A data URL for a placeholder image that will be used when fetching an image fails. Defaults to undefined and will throw an error on failed images


    It's tested on latest Chrome and Firefox (49 and 45 respectively at the time of writing), with Chrome performing significantly better on big DOM trees, possibly due to it's more performant SVG support, and the fact that it supports CSSStyleDeclaration.cssText property.

    Internet Explorer is not (and will not be) supported, as it does not support SVG <foreignObject> tag

    Safari is not supported, as it uses a stricter security model on <foreignObject> tag. Suggested workaround is to use toSvg and render on the server.`



    Only standard lib is currently used, but make sure your browser supports:


    Most importantly, tests depend on:

    • ocrad.js, for the parts when you can't compare images (due to the browser rendering differences) and just have to test whether the text is rendered

    How it works

    There might some day exist (or maybe already exists?) a simple and standard way of exporting parts of the HTML to image (and then this script can only serve as an evidence of all the hoops I had to jump through in order to get such obvious thing done) but I haven't found one so far.

    This library uses a feature of SVG that allows having arbitrary HTML content inside of the <foreignObject> tag. So, in order to render that DOM node for you, following steps are taken:

    1. Clone the original DOM node recursively

    2. Compute the style for the node and each sub-node and copy it to corresponding clone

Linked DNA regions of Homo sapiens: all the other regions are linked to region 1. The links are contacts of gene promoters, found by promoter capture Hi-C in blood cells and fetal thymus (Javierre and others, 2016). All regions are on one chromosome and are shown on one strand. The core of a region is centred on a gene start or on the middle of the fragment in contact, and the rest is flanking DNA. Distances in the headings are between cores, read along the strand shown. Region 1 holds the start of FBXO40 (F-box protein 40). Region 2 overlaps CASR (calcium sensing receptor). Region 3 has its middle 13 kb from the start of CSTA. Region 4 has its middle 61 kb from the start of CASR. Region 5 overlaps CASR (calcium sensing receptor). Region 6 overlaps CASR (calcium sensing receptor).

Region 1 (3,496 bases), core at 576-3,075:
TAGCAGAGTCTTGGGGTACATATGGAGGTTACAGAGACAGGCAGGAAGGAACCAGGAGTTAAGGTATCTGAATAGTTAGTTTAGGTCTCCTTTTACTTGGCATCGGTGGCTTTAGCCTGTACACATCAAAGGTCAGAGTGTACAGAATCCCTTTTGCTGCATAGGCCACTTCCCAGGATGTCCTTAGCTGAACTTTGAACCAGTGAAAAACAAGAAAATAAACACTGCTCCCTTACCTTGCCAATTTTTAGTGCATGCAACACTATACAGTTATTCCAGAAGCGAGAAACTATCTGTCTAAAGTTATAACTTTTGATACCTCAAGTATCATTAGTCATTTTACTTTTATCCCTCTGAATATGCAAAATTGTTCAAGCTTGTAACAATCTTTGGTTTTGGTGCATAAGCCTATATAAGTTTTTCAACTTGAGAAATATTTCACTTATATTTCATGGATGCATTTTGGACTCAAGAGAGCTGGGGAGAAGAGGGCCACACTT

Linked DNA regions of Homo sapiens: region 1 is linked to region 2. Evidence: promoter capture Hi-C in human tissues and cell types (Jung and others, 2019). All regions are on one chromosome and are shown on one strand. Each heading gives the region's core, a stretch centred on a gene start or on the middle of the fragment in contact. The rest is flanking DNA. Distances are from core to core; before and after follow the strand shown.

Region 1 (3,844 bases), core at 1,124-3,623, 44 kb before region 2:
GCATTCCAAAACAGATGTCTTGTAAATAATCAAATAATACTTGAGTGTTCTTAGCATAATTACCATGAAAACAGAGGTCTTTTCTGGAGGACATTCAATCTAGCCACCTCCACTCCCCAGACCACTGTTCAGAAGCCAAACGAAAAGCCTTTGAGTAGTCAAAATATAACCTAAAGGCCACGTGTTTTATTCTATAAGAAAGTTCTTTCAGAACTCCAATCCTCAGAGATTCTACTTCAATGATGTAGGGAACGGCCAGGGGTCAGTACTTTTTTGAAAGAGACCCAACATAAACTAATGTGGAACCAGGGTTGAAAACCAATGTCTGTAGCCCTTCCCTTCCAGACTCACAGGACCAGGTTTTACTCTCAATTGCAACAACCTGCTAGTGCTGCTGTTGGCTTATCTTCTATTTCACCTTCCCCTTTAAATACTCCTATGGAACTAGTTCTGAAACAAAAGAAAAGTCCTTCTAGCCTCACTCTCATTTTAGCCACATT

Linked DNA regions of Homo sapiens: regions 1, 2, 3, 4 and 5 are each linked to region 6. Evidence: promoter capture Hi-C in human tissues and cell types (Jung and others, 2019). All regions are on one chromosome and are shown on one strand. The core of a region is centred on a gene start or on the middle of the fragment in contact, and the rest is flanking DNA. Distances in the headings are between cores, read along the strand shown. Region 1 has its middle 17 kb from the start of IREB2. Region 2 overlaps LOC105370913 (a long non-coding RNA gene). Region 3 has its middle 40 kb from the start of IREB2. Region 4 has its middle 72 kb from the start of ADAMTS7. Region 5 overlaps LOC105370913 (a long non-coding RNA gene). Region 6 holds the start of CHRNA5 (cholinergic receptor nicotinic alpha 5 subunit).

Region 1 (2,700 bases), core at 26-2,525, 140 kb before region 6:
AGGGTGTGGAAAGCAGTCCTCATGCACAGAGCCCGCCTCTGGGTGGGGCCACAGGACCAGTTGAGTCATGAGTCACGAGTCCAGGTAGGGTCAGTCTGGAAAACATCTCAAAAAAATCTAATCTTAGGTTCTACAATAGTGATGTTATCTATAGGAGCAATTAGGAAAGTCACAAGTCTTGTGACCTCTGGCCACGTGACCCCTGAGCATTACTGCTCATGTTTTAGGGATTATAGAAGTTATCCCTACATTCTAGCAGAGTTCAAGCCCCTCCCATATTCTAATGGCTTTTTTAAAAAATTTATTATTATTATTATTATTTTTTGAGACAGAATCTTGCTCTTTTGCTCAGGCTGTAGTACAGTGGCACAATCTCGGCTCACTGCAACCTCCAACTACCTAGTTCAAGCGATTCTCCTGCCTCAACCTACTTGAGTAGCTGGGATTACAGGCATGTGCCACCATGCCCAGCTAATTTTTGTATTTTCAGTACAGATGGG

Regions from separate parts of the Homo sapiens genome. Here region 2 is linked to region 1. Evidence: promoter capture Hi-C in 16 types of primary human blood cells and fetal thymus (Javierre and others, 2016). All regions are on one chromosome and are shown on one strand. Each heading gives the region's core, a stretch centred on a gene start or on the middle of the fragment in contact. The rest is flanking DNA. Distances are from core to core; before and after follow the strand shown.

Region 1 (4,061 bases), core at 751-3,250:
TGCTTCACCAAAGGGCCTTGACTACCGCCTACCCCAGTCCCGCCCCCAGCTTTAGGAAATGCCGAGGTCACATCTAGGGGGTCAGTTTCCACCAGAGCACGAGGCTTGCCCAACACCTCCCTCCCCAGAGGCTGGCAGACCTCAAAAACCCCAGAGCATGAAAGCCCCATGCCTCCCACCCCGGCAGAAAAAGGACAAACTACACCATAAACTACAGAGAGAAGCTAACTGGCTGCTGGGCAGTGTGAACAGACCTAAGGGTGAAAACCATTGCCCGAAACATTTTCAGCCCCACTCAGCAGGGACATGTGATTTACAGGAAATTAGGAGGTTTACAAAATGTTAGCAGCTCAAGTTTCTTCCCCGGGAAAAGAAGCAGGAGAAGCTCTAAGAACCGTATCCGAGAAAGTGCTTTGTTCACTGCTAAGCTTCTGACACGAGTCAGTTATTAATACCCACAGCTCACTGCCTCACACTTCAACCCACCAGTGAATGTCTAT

• and don't forget to recreate pseudo-elements, as they are not cloned in any way, of course
    3. Embed web fonts

      • find all the @font-face declarations that might represent web fonts

      • parse file URLs, download corresponding files

      • base64-encode and inline content as data: URLs

      • concatenate all the processed CSS rules and put them into one <style> element, then attach it to the clone

    4. Embed images

      • embed image URLs in <img> elements

      • inline images used in background CSS property, in a fashion similar to fonts

    5. Serialize the cloned node to XML

    6. Wrap XML into the <foreignObject> tag, then into the SVG, then make it a data URL

    7. Optionally, to get PNG content or raw pixel data as a Uint8Array, create an Image element with the SVG as a source, and render it on an off-screen canvas, that you have also created, then read the content from the canvas

    8. Done!

    Using Typescript

    1. Use original dom-to-image type definition npm install @types/dom-to-image --save-dev

    2. Create dom-to-image-more type definition (dom-to-image-more.d.ts)

      declare module 'dom-to-image-more' {
       import domToImage = require('dom-to-image');
       export = domToImage;

    Things to watch out for

    • if the DOM node you want to render includes a <canvas> element with something drawn on it, it should be handled fine, unless the canvas is tainted - in this case rendering will rather not succeed.

    • at the time of writing, Firefox has a problem with some external stylesheets (see issue #13). In such case, the error will be caught and logged.


    Marc Brooks, Anatolii Saienko (original dom-to-image), Paul Bakaus (original idea), Aidas Klimas (fixes), Edgardo Di Gesto (fixes), 樊冬 Fan Dong (fixes), Shrijan Tripathi (docs), SNDST00M (optimize), Joseph White (performance CSS), Phani Rithvij (test), David DOLCIMASCOLO (packaging), @meche-gh (node copy cleaning)




    npm i dom-to-image-more